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Knowing Which Way the Wind is Blowing

I’ve been thinking a lot recently about team and team motivation. It’s more complex than you’d think, or at least than I thought. I’d like to ramble a bit on this.

photo credit: gus_estrella via photopin cc

There are so many articles on the web that discuss basic motivational tactics to keep a team focused and forward-moving. Even knowing where you stand isn’t always straight-forward. Sure, the standard strategy of asking “probing questions” is important to know the internal motivations and team direction. And then there is an indirect strategy of focusing on individual strengths and motivations rather than looking at the entire team.

Do I look at the forest or the trees to know which way the wind is blowing?

If I’m looking at the trees, i.e., the individual team members, then it’s important that I have a personal connection to each member of the team. That’s what I’ll call the “personal connection” (let’s keep it simple here).

There is a lot of truth that building a rapport everyone on a team, down to the greenest member (that means “the newest person on the team” to you non-Americans—apparently 20%, or roughly 4000, of my readership is from other continents) is important. I’ve worked to detach myself from the operational side of the business, but I keep coming back to the fact that the owner has a special connection—and motivational power—that other people in the company often don’t or can’t have.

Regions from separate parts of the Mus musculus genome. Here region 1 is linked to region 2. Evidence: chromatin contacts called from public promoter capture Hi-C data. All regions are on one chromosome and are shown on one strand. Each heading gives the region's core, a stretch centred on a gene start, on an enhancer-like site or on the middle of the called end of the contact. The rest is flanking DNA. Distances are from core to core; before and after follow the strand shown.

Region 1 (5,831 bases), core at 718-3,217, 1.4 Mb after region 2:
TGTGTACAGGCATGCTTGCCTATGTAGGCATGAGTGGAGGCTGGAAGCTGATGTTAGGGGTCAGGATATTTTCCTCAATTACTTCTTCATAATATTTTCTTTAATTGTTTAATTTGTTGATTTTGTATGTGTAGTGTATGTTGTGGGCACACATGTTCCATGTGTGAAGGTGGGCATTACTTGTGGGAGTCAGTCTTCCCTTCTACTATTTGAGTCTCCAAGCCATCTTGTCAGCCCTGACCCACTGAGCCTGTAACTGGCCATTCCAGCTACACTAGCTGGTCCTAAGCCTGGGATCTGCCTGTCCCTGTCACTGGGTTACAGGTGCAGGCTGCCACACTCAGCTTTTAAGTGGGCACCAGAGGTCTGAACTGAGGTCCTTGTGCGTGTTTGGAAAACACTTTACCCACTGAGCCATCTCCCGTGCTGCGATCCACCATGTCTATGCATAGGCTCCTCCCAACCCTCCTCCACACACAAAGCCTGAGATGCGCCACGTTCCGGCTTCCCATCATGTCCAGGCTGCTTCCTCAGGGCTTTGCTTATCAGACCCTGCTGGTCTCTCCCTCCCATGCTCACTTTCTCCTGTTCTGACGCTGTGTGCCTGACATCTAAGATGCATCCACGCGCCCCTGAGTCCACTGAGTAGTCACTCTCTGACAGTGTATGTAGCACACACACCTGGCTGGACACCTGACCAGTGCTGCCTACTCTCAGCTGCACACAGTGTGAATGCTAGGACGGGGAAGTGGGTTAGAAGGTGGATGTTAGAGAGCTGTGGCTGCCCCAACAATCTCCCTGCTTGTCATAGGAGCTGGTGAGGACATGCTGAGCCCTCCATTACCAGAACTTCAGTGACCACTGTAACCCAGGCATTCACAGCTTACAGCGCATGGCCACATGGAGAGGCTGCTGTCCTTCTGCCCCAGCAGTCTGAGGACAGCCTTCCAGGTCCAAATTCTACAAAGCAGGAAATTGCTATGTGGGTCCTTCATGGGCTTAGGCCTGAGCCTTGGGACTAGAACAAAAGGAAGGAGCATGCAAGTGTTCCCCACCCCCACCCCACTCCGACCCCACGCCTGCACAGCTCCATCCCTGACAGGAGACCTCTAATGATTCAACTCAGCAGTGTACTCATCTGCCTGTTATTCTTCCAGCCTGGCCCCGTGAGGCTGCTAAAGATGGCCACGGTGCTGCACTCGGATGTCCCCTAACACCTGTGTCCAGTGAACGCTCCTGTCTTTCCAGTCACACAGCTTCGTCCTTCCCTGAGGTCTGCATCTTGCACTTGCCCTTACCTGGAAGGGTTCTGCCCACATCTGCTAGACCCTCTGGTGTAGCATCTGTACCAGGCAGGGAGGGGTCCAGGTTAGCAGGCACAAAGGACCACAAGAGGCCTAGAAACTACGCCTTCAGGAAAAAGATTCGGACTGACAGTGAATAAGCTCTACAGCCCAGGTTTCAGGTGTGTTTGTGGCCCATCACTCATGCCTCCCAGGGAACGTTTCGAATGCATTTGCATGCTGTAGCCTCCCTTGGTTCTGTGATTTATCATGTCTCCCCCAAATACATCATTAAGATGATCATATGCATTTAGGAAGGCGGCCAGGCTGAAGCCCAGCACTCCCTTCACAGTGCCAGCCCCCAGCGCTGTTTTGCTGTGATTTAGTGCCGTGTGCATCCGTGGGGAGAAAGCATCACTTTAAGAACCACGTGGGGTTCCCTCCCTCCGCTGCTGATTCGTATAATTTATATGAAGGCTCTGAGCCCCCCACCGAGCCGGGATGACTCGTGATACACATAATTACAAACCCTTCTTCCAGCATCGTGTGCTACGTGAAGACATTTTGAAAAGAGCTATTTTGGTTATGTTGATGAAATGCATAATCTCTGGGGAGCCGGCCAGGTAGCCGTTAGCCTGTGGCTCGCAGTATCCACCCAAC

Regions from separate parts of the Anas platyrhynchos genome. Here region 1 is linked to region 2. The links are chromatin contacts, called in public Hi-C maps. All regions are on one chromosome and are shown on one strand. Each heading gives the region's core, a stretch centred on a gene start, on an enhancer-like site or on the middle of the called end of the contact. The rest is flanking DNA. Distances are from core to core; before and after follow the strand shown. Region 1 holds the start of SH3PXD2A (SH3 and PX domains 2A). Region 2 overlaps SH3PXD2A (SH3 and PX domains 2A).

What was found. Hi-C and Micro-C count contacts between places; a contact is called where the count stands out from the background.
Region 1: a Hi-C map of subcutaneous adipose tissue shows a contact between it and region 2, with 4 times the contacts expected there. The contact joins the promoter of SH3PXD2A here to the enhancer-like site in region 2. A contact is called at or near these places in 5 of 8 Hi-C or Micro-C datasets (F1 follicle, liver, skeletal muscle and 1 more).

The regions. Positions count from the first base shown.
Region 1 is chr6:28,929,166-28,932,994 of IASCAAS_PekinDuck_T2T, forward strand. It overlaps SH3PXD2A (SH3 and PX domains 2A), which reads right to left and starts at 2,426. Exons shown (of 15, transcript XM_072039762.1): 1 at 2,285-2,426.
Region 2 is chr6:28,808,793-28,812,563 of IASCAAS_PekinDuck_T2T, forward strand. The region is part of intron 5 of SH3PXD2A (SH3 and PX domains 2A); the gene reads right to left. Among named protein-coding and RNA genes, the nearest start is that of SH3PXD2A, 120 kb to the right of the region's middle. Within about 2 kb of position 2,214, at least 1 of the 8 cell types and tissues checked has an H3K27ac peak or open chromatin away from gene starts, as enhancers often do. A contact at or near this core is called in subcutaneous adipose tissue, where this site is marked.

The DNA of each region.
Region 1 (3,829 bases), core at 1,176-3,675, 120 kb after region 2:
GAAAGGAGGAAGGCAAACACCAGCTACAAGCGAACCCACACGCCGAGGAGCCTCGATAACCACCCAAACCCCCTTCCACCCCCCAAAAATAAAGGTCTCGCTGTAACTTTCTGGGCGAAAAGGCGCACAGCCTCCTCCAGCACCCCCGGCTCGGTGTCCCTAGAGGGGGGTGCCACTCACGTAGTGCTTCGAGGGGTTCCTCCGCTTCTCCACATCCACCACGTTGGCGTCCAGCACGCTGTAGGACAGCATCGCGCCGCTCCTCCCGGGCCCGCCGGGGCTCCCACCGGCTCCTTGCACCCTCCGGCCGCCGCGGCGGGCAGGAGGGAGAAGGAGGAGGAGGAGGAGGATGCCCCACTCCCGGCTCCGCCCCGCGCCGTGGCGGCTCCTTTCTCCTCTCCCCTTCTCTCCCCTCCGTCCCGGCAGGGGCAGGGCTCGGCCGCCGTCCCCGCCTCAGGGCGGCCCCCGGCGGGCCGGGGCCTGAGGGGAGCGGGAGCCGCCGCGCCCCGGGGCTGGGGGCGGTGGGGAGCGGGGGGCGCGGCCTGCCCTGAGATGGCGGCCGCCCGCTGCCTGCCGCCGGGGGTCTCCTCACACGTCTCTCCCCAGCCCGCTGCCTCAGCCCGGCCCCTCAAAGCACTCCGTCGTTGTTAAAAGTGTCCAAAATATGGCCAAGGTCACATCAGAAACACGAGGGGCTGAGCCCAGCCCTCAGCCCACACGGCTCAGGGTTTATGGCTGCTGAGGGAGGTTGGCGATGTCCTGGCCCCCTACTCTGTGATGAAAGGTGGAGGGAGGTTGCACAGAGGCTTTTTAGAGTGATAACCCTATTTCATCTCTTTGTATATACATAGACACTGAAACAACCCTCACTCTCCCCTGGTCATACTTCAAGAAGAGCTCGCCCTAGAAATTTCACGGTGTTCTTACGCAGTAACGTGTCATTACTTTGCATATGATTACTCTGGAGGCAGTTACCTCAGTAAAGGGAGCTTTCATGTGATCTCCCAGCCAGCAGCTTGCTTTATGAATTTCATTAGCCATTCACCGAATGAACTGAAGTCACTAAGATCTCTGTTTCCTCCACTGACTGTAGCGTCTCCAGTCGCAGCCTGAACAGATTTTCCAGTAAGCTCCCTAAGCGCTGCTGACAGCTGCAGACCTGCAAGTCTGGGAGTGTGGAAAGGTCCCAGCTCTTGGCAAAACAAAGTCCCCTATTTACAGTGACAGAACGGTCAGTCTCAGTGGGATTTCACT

At the grander scale, the forest, aligning myself with managers helps to motivate and lead the entire team. Thinking on it, there really is no other way to work at the macro-level other than by focusing effort and authority in a few select people so that my ability to lead and motivate is delegated down to the managers and then pushed out to the staff.

Where I often struggle is deciding where to cut off the delegation of responsibility and authority. If you push too much authority to the wrong people, and they buckle, then the team itself becomes dysfunctional and you’ve actually take a step backwards. When this happens, refocusing at the tree-level, the individual staff members, can help short-term in repairing the damage. At least that’s been my experience.

Some questions I have for you:

  • Do you focus your efforts only on managers below you, all staff, or some combination of the two?
  • How do you objectively measure the success of your approach?
  • What are the pros and cons of each approach?

I’d love to hear from you. It’s a tough nut to crack!

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